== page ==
UN calls to tackle $19bn e-waste ‘tsunami’
The UN has expressed grave concerns over the ‘tsunami’ of dumped computers and smartphones that is expected to reach 50m tonnes by 2017.
PCs, smartphones and tablets are being illegally dumped in developing countries, with the ‘mountain’ of waste growing year by year. Sites where old devices are being dumped release toxic chemicals into the air, water and soil, posing significant health threats to an estimated 200m people globally.
A report launched in Geneva on Tuesday said that up to 90% of e-waste, worth around $19bn, is being dumped illegally and the mountain could top 50m by 2017. The report, published by the UN Environment Programme (UNEP), follows a similar report last month that claimed the cost to the global economy was $52bn.
It highlights that countries such as Ghana, Nigeria, China, Pakistan, Vietnam and India are bypassing the legitimate recycling market, though to be worth $410bn a year, and are becoming illegal hubs for e-waste.
Agbogbloshie is West Africa’s second largest e-waste site, where end of line electronic devices are dumped. Public health threats within the surrounding area include malaria and tuberculosis.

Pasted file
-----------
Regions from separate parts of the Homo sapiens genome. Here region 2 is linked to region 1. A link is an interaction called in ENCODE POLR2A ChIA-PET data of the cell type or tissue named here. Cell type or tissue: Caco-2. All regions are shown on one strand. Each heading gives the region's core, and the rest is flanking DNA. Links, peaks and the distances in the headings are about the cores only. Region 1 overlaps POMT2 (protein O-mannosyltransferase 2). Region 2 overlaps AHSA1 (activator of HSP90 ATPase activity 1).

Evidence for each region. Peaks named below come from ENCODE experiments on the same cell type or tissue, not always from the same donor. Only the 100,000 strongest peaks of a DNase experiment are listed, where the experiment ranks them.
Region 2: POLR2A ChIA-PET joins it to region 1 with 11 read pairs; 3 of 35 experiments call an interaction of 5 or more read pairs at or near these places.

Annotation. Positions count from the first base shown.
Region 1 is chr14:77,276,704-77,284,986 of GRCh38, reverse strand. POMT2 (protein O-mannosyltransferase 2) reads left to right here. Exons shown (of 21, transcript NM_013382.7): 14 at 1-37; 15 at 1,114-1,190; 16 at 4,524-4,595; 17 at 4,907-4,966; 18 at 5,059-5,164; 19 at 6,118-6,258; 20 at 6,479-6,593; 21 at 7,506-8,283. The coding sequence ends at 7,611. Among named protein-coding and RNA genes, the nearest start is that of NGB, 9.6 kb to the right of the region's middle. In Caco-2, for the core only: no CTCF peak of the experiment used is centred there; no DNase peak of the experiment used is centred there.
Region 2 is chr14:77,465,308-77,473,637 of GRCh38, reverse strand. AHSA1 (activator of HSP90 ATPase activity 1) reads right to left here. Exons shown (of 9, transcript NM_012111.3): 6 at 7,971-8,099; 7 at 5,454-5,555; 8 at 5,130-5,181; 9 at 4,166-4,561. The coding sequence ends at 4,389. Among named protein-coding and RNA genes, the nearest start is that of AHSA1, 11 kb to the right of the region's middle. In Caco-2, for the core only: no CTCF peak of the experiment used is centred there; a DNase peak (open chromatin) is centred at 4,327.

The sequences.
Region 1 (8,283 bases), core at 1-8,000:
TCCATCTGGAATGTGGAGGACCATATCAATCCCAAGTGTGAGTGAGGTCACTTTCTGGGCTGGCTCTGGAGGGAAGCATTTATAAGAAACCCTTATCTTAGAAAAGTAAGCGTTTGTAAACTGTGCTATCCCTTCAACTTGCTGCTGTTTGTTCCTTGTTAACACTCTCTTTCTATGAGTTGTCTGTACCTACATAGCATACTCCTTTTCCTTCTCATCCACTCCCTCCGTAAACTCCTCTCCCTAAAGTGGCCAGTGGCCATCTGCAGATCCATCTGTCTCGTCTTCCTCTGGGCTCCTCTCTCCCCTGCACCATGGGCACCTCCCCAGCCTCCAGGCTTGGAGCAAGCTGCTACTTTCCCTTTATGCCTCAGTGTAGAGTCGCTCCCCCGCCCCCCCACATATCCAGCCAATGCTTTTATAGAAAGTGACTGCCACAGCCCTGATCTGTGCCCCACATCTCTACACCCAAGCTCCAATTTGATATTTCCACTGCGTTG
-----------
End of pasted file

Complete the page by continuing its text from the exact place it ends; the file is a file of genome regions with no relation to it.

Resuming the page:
Achim Steiner, executive director of UNEP has called upon countries to implement legislation that would encourage the recovery of valuable metals and other toxic waste in devices.
He said, “We are witnessing an unprecedented amount of electronic waste rolling out over the world”.
“Through enhanced international cooperation and legislative coherence, stronger national regulations and enforcement, as well as greater awareness and robust prevention measures we can ensure that the illegal trade and dumping of e-waste is brought to an end”.
“This will create a win-win situation, whereby rare and expensive elements are safely recycled and reused, boosting the formal economy, depriving criminals of income and reducing health risks to the public.”
A report published last year claimed that toxic waste poses a “major threat” to the health of more than 200 million people in low and medium income countries.
Image: perfortunasonosiculo via Flickr
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